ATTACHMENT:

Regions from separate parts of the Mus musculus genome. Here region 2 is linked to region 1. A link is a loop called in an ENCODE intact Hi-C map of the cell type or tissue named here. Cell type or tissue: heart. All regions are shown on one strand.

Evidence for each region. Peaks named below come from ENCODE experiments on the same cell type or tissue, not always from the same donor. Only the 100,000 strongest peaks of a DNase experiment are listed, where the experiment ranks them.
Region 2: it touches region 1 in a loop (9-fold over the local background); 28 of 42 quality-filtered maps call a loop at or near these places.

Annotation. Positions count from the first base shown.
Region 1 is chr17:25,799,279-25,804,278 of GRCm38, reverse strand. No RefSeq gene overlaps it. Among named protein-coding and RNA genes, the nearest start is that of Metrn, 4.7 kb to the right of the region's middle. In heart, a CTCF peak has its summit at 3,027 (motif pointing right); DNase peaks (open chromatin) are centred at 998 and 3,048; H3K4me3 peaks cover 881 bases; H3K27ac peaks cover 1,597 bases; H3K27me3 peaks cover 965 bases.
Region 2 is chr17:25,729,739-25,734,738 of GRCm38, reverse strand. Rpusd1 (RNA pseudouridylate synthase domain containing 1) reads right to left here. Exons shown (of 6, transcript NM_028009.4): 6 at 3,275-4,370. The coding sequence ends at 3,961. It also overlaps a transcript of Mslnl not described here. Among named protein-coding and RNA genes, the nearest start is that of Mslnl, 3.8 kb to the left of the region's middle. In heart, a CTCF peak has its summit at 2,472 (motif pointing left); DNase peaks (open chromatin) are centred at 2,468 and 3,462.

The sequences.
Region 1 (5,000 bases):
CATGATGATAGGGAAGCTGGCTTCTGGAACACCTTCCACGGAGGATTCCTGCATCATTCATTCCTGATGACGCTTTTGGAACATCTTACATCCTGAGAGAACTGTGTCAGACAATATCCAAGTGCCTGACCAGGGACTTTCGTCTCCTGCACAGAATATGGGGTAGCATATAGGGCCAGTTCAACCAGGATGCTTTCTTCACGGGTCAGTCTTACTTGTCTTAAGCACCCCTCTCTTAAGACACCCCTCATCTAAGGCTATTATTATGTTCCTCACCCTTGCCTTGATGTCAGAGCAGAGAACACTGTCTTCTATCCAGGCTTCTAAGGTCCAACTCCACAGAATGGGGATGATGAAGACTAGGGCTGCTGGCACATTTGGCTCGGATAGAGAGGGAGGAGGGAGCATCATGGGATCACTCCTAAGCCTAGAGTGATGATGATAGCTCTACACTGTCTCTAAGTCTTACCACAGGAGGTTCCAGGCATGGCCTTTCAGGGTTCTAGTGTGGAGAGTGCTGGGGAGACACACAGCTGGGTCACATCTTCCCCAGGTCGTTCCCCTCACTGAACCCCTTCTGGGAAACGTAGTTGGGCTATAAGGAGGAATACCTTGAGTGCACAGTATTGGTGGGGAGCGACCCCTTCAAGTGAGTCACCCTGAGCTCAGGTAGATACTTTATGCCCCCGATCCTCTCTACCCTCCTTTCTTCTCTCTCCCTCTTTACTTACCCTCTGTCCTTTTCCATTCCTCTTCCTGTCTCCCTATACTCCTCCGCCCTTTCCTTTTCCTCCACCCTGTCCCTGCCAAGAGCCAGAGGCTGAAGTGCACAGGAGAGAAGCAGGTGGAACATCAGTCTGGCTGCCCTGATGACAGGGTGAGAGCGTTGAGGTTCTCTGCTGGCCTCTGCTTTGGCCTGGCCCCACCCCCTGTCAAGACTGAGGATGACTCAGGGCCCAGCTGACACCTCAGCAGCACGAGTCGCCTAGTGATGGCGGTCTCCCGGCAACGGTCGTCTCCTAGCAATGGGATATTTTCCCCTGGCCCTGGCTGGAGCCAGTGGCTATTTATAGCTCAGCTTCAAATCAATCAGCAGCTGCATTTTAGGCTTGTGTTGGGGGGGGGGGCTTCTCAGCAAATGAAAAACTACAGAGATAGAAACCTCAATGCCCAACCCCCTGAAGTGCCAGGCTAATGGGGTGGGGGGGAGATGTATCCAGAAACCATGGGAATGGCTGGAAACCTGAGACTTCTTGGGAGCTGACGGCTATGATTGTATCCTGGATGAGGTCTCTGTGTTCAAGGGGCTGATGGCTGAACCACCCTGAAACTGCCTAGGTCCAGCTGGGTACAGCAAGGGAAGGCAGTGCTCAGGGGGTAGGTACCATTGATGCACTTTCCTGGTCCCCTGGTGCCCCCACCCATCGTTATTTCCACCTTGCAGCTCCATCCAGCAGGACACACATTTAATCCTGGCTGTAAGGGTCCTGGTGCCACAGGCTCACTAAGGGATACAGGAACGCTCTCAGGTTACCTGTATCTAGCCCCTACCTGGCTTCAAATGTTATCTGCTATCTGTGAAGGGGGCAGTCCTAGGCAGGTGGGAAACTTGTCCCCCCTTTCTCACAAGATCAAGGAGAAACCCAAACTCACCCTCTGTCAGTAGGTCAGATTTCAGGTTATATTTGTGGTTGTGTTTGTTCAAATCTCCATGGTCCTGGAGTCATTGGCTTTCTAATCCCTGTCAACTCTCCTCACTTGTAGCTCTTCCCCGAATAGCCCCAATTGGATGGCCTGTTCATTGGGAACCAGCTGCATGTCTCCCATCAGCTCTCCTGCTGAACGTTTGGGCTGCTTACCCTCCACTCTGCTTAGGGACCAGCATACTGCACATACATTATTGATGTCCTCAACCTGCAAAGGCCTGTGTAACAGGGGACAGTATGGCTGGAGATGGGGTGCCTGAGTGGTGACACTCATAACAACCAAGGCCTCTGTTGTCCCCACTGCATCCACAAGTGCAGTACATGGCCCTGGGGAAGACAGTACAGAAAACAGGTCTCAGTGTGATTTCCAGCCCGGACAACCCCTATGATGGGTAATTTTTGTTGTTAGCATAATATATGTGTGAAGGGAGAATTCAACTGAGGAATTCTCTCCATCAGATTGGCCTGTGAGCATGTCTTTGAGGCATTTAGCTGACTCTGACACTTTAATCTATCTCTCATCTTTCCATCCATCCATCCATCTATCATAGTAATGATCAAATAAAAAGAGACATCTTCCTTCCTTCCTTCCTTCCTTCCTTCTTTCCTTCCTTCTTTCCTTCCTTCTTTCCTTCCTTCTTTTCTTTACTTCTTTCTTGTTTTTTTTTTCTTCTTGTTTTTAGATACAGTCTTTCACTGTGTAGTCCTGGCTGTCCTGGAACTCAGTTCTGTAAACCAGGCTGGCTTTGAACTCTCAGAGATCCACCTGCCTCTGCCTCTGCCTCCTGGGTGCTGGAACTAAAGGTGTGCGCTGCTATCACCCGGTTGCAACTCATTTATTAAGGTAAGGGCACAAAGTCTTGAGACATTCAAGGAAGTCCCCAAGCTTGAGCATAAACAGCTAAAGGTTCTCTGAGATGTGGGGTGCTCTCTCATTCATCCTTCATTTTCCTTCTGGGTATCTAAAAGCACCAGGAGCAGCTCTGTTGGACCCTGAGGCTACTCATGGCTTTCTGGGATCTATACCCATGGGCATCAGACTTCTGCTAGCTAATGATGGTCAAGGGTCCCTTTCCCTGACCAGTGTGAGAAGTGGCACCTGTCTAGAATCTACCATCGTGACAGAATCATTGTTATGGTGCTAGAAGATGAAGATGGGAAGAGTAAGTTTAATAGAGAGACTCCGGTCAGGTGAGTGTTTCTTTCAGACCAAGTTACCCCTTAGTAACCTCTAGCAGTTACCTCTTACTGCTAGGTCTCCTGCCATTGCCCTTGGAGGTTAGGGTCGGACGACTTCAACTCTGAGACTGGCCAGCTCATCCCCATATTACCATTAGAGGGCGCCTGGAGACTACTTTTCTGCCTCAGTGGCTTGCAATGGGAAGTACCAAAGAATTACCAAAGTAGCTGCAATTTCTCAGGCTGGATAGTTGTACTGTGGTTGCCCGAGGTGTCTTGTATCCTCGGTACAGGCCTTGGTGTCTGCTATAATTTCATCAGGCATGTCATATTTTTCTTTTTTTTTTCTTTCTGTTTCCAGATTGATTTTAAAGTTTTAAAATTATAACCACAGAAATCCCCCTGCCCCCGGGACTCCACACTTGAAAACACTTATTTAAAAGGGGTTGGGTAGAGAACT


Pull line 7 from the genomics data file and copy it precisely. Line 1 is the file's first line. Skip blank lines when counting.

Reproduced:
The sequences.